As we are becoming more and more dependent on the instant gratification of checking with Google (or Siri, or Alexa), I wonder if our own impatience can be causing harm. Raise your hand if you’ve recently found yourself doing any of the following:
- Interrupting someone
- Monopolizing the conversation
- Providing unsolicited advice
- Abruptly changing the subject
Who me? Absolutely. And frequently. I can say for sure that it’s never my intention to cause harm. After all, I am supposedly an expert in communication. Therefore, what I have to say is really important, right?
Instead, I’m teaching myself to take a breath and slow down. Whether I’m facilitating a conversation during a mediation or talking to my doctor, I want to make sure that I’m not getting in my own way. For me (and believe me, this is a challenge), it means slowing down and using less words.
Sometimes the slow down leads to silence, and that’s perfectly okay. In fact, silence can be powerful, as long as we understand its power. Easier said than done, because we’ve been conditioned to feel uncomfortable with silence. Our silence might be perceived as disinterest or worse, a passive-aggressive punishment, and therefore we must use it wisely.
Slowing down, on the other hand, doesn’t typically lend itself to misinterpretation when we’re having an important conversation. To me, it’s a form of respect for the other participant(s). I often choose to slow down by asking several open-ended questions, which is almost never a bad idea. If I perceive that I’m dealing with a quiet or reluctant party, which occurs frequently in my mediation practice, a simple “tell me more” can open the door to an underlying issue.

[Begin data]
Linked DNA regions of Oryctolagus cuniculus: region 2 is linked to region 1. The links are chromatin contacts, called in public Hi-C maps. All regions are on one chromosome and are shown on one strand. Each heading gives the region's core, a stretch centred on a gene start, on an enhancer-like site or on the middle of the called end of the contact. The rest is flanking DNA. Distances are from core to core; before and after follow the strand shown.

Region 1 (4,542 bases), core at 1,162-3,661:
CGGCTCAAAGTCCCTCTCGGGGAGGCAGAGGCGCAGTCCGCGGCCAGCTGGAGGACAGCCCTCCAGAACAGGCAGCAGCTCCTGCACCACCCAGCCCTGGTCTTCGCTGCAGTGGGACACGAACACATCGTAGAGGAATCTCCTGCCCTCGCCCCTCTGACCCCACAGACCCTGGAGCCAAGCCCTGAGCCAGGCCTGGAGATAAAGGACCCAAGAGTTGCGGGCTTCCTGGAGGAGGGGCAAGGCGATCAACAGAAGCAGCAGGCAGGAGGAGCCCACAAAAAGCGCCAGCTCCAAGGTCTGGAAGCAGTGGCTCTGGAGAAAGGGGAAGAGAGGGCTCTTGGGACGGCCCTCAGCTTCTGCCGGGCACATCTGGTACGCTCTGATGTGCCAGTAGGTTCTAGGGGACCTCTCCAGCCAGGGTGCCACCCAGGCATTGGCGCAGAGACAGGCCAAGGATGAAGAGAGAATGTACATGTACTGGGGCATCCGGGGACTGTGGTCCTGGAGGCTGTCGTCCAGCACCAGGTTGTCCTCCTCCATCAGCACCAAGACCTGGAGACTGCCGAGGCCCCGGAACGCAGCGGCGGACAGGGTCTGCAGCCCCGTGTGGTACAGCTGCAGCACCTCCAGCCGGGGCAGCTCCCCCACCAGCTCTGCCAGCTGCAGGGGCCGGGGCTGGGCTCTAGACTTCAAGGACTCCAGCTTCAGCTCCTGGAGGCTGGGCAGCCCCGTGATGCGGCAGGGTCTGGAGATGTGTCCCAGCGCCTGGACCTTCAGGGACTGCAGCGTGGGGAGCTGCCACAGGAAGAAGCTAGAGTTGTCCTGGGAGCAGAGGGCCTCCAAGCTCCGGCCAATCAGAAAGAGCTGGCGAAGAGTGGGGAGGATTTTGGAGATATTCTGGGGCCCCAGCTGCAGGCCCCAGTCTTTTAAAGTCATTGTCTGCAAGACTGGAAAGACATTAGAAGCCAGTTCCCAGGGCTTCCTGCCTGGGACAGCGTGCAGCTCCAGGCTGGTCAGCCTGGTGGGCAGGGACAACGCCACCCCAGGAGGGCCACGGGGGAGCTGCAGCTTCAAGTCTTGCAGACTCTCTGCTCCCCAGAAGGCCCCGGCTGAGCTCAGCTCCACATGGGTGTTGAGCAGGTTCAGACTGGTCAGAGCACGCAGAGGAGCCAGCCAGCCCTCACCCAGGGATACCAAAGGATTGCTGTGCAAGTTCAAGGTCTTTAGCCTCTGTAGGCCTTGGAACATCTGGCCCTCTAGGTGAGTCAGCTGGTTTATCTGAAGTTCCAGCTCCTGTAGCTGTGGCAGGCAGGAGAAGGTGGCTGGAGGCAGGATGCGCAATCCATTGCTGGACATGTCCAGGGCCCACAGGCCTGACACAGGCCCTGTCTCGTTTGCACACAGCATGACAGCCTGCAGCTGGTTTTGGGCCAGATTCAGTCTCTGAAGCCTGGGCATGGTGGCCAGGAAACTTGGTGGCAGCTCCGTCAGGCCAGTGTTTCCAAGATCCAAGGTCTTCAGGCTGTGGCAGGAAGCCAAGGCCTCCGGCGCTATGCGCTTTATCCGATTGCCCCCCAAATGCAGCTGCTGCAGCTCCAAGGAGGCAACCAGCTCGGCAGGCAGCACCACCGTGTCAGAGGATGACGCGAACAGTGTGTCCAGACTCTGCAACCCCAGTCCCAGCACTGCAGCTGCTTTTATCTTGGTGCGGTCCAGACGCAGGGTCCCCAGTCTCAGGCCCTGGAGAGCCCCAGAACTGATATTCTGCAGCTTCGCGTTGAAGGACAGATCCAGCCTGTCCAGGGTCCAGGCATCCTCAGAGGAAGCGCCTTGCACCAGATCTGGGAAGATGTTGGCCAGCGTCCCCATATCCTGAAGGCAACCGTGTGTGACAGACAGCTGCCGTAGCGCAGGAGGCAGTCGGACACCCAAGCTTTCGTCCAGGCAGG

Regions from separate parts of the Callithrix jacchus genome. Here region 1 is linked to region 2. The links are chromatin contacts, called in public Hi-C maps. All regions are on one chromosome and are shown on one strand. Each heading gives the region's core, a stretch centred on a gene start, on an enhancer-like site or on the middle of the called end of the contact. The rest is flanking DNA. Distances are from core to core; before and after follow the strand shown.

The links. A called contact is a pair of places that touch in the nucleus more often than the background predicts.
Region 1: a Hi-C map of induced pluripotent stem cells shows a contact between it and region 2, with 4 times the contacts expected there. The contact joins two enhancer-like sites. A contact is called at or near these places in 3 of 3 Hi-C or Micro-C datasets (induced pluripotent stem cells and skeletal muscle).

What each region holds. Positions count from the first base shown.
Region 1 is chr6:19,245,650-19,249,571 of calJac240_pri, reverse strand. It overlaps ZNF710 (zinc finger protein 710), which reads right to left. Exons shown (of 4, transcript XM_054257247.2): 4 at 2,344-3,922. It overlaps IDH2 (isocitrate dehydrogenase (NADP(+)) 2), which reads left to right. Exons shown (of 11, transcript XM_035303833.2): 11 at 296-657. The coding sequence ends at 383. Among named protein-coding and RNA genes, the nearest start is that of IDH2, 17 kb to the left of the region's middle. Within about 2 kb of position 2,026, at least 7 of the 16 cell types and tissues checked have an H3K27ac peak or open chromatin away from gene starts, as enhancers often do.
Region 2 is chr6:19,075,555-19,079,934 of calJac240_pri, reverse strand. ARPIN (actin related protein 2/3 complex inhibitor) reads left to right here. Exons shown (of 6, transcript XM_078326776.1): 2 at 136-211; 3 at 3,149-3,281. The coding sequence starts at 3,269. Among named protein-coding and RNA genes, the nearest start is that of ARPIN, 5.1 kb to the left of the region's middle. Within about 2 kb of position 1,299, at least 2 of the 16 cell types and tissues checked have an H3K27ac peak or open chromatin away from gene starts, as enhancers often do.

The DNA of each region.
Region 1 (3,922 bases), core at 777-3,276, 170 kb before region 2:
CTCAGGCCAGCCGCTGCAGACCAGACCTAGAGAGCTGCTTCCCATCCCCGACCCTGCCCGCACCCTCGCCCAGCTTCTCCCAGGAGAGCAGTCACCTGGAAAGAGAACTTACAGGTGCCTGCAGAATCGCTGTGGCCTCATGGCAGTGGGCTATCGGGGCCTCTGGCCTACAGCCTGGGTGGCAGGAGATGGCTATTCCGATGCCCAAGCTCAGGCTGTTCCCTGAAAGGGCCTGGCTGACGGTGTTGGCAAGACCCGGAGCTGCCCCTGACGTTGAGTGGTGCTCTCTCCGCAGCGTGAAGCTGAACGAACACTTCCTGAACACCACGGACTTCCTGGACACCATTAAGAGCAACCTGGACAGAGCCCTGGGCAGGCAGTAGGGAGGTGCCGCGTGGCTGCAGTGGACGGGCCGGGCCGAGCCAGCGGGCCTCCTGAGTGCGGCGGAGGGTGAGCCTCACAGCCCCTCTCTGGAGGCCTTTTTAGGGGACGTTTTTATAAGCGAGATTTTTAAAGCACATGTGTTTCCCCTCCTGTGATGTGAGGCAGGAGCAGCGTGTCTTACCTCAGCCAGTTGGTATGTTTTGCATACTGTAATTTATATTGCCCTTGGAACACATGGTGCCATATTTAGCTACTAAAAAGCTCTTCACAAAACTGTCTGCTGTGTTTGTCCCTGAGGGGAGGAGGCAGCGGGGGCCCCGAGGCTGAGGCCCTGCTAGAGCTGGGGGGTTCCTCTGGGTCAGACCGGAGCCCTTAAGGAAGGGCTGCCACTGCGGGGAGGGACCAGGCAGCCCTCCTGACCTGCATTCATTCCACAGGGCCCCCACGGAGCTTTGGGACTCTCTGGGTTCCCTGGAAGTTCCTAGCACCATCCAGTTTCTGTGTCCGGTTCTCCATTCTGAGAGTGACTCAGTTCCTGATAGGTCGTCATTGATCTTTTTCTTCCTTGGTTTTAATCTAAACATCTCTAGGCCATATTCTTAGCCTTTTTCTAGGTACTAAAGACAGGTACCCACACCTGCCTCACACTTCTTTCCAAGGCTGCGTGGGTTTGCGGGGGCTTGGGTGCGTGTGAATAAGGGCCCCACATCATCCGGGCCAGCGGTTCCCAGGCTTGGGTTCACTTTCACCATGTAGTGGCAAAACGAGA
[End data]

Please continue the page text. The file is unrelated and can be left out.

It doesn’t take a doctorate in psychology to understand that slowing down can also reduce stress and anxiety. What I find particularly interesting is that when I slow down, my focus increases. If my to-do list is long, I tend to rush through the items in order to cross them off. While I might feel a sense of accomplishment at the end of the day, I’ve also lost some of the joy. Writing this blog is a perfect example. On the one hand, I’m anxious to get it done. On the other hand, I absolutely love to research and write each week, and slowing down to actually enjoy the process always leaves me feeling happier and more fulfilled.
Those of us who are somewhat compulsive about being punctual (who, me?) find it impossible to slow down. “It’s a green light, grandpa” is something I’ve caught myself shouting in the privacy of my car. If I leave my house five minutes earlier, I could slow down my impatient driver personality and actually breathe. I could also choose an alternate route that might take a few minutes longer, but will afford me better scenery along the way.
Does this make any sense? What steps do you choose to take in order to slow down?
good topic hits home for me.
Coming from a town of 750 people in the middle of farm country I heard the old sayings from all of the OLD people. Take time to smell the roses, look around at what is around you, enjoy what nature has provided for us, slow down you will enjoy life more, etc. Let people pull in in front of you when driving, chat with people you don’t know when shopping, people watch. On the back of my work trailer is the sign “I’m not in your hurry”and I am not. I am lucky enough to have a nature oasis in my backyard and get to see nature at it’s best. And stop shouting at old men!